Collaborative Technology Alliance (C&N CTA) is a partnership between the Army Laboratories and Centers, private industry, and academia that is focused on rapid transition to the warfighter. These collaborative efforts seek to enable large, heterogeneous, wireless communications networks for the Future Force that can operate while on-the-move with a highly mobile network infrastructure; under severe bandwidth, energy, and processing constraints; and while providing secure, jam-resistant communications in noisy hostile battlefield environments. The research focuses on four technical thrusts: 1) survivable wireless mobile networks that ensure that tactical networks are self-configuring and self-maintaining, highly mobile, survivable, scaleable, energy-efficient, performance-optimized, and interoperable with joint and coalition forces; 2) signal processing to support efficient comms-on-the-move that is effective in a noisy, cluttered, and hostile wireless environment; 3) secure jam-resistant communications to ensure reliable communications in environments which include dense, multiple access interference that may be generated from within the network or from hostile interferers; and 4) tactical information protection that provides automated, scaleable, efficient, adaptive security for wireless, multi-hop, self-configuring networks.

Tactical Information Protection:

ARL’s Tactical Information Protection program is developing adaptive, scalable, efficient, and adaptive information protection in tactical wireless, multi-hop, self-configuring networks. This program includes automated intrusion detection and assessment for tactical networks, security infrastructure for sensor networks, and energy-efficient tamper detection for mobile code.

Tactical Battlespace Information Processing Battlefield Information Processing:

ARL is exploring fundamental aspects in the development of a real-time, service-based software infrastructure to facilitate communication and information sharing among ad hoc heterogeneous assets, to include developing the processing, sensor networking, and packaging infrastructure for agents to populate both manned and autonomous platforms. ARL efforts in this area will result in the ability to collaboratively aggregate, fuse, and abstract data to information and information to knowledge in such a way that the military decision maker can easily assimilate knowledge. Providing battlefield decision makers with information in a highly visual and easily assessed form (including multi-lingual computing products) will significantly improve the soldier’s ability to absorb information and make better decisions. This effort includes the evaluation of machine translation engines and approaches in order to develop and validate metrics in multi-lingual computing.

Intelligent Optics:

In ARL’s Intelligent Optics program, we are conducting research in the theoretical and experimental aspects of ground to ground imaging, intelligent, and adaptive optics and the development of algorithms, techniques, and devices for advanced military imaging and image processing systems. Adaptive image processing will provide images of outstanding clarity and unlimited depth of field. Intelligent optics methods and techniques will improve military devices and systems so that real-time images of targets can be obtained and presented to decision makers.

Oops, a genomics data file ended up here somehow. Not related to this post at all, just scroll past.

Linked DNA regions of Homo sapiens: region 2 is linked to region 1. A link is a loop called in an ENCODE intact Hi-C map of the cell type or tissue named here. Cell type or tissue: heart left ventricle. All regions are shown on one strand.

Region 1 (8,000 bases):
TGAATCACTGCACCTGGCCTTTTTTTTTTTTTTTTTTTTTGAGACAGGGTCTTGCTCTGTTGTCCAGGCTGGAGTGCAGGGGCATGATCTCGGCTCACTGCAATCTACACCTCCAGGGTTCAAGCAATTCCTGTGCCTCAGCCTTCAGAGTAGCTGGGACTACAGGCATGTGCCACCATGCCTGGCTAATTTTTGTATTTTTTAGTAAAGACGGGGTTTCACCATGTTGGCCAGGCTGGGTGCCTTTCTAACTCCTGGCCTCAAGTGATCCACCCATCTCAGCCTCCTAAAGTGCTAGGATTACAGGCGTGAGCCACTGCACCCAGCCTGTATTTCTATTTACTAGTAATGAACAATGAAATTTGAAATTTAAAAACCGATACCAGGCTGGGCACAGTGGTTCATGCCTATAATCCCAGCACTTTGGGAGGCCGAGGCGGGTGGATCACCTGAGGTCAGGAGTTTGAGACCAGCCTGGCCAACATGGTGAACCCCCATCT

Command and Control (C2) in Complex and Urban Terrain:

The joint ARL/ Communications-Electronics Research Development and Engineering Center (CERDEC)/ Cold Regions Research & Engineering Laboratory (CRREL) Command & Control in Complex & Urban Terrain (C2CUT) Army Technology Objective will develop a service-based software infrastructure to facilitate communication and information sharing among ad hoc heterogeneous assets and C2 decision aids for Future Force dismounted and mounted commanders, leaders, and soldiers to employ during close combat in complex and urban terrain. The decision aids will be used to integrate critical information day and night in any combat situation. This capability will enhance survivability and increase combat effectiveness by providing enhanced collaboration, information reach back, mixed asset management, and seamless situational understanding

Fusion Based Knowledge for the Future Force:

ARL is developing an advanced knowledge generation and explanation capability to answer the warfighting commanders’ Priority Intelligence Requirements (PIRs). This capability will enable the commander to see/understand at a rate supporting the tactical agility concepts of the Future Force Unit of Action (17,000-170,000 reports per hour), and provide the commander with automated enemy course of action and intent analysis with the minimal accuracy of a student analyst.

Advanced Decision Architectures: 

The purpose of the Advanced Decision Architectures (ADA) Collaborative Technology Alliance (CTA) program is to develop, validate, and transition new knowledge management and decision support technologies to facilitate soldier awareness and understanding of the tactical situation, thereby resulting in more rapid decisions, creating a tempo with which the enemy cannot compete